This “story” got me into the most trouble as a college professor in my entire career. I was having my students research, as a class, the pros and cons of hydraulic fracturing and its possible dangers to wildlife, our water supply, and future ecosystem. Most of the groups of researching students came to the same conclusions that this article does: Overall, the dangers of this process outweighed its advantages — by a lot.
Many of my students, before that semester, had never even “heard” of hydraulic fracturing. They told me it was a great experience doing this research and working together to get to the bottom of a current and potential problem in their country, in 2012.
My administration and my English Department didn’t think the same way. I received the lowest overall staff evaluations in my 25 years of teaching. In fact, just before I was “pushed” into retirement, I was officially placed on “probation,” meaning I would need to get another evaluation, and if I did not improve (meaning, get this kind of topic and research by students) out of my curricula, then I would be history.
The irony of this, perhaps, was that the full-time faculty and, indeed, the entire college system, came up with the “innovative” idea to collectively assign papers to all students on A SINGLE BOOK and on environmental issues in a vague and pretty irrelevant manner. They used an ancient (in Environmental Science terms) book by Rachel Carson, authored in . . . wait for it . . . 1962, called “Silent Spring.” WTF? Banning DDT was old news, wasn’t it? How many more controversial practices, including fracking, had happened since then? No, the administrations did not want students having their “consciousness raised about current environmental horrors.” This was the collective wisdom of the teaching establishment to “inform” ALL THE COLLEGES in San Diego!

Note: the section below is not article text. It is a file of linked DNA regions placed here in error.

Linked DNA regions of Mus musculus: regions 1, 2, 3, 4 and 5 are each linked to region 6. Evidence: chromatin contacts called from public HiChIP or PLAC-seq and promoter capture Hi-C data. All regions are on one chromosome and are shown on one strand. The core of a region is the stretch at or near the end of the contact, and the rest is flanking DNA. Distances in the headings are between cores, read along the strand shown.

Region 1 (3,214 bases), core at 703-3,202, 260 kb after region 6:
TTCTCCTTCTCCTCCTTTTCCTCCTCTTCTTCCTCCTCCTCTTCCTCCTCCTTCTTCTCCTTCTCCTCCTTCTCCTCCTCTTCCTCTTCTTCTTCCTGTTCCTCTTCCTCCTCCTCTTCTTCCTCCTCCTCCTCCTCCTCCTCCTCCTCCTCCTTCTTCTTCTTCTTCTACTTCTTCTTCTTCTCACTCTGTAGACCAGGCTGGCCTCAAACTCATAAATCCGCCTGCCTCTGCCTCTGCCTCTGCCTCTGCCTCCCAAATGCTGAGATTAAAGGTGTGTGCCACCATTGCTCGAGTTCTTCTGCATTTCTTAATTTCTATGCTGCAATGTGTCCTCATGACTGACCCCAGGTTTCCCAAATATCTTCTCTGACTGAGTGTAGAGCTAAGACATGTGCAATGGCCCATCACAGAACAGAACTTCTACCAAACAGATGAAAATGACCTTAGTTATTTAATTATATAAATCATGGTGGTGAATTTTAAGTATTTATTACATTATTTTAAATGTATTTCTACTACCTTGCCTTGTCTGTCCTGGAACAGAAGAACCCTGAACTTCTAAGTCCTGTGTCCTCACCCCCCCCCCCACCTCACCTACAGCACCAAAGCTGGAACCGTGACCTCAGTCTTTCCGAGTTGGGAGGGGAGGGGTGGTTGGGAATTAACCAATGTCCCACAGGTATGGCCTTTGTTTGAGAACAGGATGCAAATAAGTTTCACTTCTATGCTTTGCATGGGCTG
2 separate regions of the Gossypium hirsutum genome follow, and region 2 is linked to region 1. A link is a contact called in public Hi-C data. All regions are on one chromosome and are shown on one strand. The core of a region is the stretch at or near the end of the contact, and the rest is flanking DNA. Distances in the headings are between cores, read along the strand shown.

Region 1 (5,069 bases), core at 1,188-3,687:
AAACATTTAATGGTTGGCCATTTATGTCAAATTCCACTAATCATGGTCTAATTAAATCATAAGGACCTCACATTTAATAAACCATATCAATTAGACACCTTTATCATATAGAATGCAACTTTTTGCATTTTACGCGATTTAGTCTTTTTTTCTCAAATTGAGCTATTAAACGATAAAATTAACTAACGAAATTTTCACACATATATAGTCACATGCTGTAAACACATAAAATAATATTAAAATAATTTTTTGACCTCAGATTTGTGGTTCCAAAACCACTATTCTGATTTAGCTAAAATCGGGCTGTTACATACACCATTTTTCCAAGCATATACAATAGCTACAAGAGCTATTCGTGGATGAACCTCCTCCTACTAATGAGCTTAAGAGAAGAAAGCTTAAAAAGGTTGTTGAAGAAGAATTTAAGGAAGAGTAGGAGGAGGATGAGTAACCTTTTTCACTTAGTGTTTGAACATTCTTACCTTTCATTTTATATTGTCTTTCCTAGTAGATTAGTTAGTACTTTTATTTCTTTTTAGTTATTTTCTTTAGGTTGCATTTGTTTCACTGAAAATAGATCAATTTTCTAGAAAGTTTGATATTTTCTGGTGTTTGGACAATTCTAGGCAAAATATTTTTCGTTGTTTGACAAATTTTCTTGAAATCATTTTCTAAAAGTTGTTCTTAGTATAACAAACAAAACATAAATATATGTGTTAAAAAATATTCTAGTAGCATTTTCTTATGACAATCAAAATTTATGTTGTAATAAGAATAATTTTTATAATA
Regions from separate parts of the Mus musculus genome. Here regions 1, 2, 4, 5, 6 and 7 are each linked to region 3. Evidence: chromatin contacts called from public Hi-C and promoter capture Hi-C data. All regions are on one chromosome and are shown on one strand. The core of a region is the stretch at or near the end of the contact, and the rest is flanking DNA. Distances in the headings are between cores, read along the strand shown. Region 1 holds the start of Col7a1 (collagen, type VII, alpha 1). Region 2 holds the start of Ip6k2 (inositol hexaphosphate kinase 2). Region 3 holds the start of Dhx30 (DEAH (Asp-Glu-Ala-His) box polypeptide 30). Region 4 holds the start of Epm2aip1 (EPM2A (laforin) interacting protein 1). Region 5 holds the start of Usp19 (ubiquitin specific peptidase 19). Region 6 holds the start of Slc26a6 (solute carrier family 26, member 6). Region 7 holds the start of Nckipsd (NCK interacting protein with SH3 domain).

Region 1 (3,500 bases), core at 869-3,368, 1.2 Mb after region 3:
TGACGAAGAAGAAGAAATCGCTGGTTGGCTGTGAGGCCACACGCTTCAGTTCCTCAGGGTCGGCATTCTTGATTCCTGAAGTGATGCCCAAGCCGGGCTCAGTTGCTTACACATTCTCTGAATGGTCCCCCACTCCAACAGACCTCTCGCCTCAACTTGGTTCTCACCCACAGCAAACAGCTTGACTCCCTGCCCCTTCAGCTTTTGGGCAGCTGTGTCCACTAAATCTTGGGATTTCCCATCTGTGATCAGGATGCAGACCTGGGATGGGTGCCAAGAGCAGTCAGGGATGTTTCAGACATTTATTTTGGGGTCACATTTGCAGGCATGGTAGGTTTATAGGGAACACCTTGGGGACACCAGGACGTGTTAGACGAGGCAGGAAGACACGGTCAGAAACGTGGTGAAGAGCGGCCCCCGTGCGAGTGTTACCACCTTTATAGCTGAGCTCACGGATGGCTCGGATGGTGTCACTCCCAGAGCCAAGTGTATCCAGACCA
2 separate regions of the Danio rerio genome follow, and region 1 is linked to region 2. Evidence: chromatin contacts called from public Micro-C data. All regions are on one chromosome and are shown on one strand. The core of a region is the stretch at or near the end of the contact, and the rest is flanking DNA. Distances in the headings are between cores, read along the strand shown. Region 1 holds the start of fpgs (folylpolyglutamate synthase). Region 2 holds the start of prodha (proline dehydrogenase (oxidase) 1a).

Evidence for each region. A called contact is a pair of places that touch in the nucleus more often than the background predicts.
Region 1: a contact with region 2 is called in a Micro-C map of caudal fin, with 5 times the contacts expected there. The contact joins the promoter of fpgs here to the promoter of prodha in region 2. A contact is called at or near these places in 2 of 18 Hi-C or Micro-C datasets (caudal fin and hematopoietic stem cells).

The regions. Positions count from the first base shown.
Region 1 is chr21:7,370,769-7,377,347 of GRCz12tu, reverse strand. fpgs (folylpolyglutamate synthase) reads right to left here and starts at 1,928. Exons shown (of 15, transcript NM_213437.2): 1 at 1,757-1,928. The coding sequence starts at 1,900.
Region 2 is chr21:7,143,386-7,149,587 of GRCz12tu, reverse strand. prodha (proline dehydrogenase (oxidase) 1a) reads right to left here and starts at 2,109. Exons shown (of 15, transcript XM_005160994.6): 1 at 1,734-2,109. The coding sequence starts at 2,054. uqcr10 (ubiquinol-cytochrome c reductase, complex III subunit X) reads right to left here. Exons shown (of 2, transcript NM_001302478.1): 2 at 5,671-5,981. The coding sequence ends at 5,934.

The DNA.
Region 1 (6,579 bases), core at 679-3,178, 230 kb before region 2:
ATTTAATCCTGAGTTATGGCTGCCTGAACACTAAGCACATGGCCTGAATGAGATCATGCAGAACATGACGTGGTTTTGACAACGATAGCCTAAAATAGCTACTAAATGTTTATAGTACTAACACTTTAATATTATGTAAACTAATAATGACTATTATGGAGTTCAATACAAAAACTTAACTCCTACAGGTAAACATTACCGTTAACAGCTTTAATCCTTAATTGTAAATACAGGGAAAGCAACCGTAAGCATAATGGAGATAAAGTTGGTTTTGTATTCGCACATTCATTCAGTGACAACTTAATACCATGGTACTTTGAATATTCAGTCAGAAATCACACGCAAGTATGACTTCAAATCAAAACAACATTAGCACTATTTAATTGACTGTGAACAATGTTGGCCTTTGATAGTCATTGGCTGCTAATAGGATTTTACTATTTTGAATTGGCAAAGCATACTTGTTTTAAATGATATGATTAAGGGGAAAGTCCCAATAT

I was wondering if other teachers around the country are presently facing the same pressures to conform? I discovered that many on the Board of Trustees of the college where I worked (Grossmont Community) were investors in shale oil, and perhaps even some of the full-time faculty, although I never researched it. Their comments on my evaluations led me to believe there was some overt bias going on, at the very least.
In 2020, we are now “exporting” our oil for a profit, and it’s all based on this practice, which is taking land from farmers, indigenous tribes, and, most importantly, from our future life on the planet. You judge for yourselves. Do the research, find out the exact process they use to rape the land and devour her delicately formed resources to fill the engines of our polluting mobile monsters.
I’m 74. I hope my former students for that semester and the new students and teachers are carrying on my effort to educate the world about this environmental crisis.